The United States is slowly seeing the benefits of 208-volt power over 110-volt.
Whitelabel ITSolutions often gets inquiries from clients about the difference between 208 volt versus 110 and 120 Volt input. While there is seldom a difference between 110, 115, and 120 Volts, 208 Volt are more efficient. This article will explain how server voltages relate to energy efficiency.
Power supply energy efficiency is a measure of how much power is lost between the input and output of a server’s power supply. Other metrics that measure the overall efficiency of a server, take into account the processing capability of a server per unit of power input.
What is the engineering behind this? Volts = Watts (less power factor). Thus, if you increase volts by going from 110v to 208v, you need fewer amps to feed your equipment the same number of watts. The loss due to the resistance of the wire is proportional to the amperage. With a lower voltage, you have to push more amps, which means more power is wasted as heat. Also, with fewer amps, you can use smaller wires without fear of starting a fire (overheat from overload). This saves money; there is less energy loss to heat and less copper to carry the power.
Comparison of 110V vs 208V
Convenience is the overwhelming reason why 110V is utilized in the data center and why virtually all small and departmental servers are installed with 110V plugs. U.S. electrical codes require that habitable space be wired with 110V receptacles with a receptacle for every 10 feet of exposed wall. Therefore, 110V is almost always available at any office site. However, typical 110V building wiring has a serious and fundamental limitation.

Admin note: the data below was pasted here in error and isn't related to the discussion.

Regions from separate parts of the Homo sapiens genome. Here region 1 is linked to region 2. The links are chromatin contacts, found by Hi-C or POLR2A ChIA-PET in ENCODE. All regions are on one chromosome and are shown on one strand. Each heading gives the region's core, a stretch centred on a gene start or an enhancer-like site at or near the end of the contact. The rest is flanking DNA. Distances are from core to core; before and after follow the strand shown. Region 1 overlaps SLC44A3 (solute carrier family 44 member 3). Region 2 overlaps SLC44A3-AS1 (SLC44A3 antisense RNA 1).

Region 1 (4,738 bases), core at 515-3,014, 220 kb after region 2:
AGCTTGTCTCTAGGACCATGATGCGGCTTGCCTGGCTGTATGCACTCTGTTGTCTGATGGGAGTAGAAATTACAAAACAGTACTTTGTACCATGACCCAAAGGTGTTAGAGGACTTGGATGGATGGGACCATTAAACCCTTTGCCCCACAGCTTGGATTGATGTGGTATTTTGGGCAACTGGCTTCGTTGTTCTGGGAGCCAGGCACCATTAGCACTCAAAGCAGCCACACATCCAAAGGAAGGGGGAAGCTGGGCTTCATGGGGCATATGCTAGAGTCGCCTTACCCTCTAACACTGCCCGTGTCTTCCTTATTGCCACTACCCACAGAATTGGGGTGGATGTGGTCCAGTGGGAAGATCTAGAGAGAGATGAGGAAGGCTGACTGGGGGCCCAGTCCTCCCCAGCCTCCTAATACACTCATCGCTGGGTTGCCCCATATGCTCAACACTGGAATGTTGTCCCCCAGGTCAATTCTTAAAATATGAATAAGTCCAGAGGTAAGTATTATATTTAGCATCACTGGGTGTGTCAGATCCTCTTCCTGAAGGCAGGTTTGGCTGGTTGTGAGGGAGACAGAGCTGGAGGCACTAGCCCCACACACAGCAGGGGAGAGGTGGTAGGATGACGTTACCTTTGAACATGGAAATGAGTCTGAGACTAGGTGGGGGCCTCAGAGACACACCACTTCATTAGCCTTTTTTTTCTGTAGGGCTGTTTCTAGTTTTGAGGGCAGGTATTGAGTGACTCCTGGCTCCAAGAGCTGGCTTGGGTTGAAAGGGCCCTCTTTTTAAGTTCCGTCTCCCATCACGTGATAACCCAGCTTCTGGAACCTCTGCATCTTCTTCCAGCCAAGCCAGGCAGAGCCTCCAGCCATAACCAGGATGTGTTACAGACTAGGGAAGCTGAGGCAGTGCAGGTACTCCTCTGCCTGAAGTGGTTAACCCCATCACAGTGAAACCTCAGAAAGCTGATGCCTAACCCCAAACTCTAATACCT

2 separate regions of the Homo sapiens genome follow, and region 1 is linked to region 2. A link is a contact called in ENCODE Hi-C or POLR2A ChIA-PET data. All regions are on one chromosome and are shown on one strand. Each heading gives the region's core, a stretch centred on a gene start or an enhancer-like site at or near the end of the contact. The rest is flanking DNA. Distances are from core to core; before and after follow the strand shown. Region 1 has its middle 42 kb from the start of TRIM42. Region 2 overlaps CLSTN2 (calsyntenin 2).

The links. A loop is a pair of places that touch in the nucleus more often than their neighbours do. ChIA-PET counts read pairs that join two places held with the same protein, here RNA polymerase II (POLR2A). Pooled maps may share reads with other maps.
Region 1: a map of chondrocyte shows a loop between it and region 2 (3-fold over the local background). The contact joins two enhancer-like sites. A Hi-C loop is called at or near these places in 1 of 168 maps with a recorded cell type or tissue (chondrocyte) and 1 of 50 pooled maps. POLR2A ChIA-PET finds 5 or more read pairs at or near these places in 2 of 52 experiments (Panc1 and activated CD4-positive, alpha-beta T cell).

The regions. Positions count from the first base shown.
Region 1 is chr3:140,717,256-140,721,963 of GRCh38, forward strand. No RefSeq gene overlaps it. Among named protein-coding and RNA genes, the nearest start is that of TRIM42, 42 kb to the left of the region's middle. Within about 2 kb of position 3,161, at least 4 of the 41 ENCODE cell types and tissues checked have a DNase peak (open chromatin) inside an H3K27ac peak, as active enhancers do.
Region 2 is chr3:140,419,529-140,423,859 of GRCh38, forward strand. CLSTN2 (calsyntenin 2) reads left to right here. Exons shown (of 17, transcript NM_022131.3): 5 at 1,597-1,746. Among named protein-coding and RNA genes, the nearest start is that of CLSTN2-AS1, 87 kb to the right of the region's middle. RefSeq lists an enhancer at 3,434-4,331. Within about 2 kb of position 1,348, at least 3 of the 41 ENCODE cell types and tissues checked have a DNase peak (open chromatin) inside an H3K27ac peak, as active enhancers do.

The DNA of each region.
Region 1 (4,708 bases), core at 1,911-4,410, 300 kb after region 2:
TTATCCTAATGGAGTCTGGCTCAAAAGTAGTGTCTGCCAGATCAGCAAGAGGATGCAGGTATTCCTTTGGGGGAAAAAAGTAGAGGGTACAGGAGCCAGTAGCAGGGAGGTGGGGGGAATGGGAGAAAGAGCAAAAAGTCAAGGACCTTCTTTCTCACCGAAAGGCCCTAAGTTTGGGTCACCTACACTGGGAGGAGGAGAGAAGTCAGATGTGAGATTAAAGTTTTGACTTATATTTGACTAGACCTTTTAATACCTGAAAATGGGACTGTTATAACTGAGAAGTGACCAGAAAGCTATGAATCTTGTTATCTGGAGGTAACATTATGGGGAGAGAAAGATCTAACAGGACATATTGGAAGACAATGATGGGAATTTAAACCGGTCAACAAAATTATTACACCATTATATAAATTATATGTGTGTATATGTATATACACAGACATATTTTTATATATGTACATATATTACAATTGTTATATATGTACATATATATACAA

Power capacity is the primary reason for deploying 208V and is the reason why many enterprise servers are designed to accept 208V. In fact, almost all IT equipment can accept a wide voltage range from 100V up to 250V. The most common ratings for 208V receptacles are 20 amp and 30 amp, corresponding to about 3,600 and 5,400 watts, respectively, of power supply output rating in a server.
In addition to the fundamental need to use 208V at higher power, there are other practical reasons why 208V is advantageous. The trend towards more energy efficient data centers makes 208 even more advantages because a given server will draw less current at 208V than at 110V. The less current a server draws, the less heat is produced. Therefore its wiring devices, fusing, and switches will run cooler which will reduce their long-term risk of degradation or failure, as well as decrease the costs associated with cooling.
Technically, 208V is a superior choice for powering computing equipment when compared with 110V due to lower current draw and higher power efficiency. However the ubiquitous nature of 110V wiring in North America make these lower voltages preferred by users.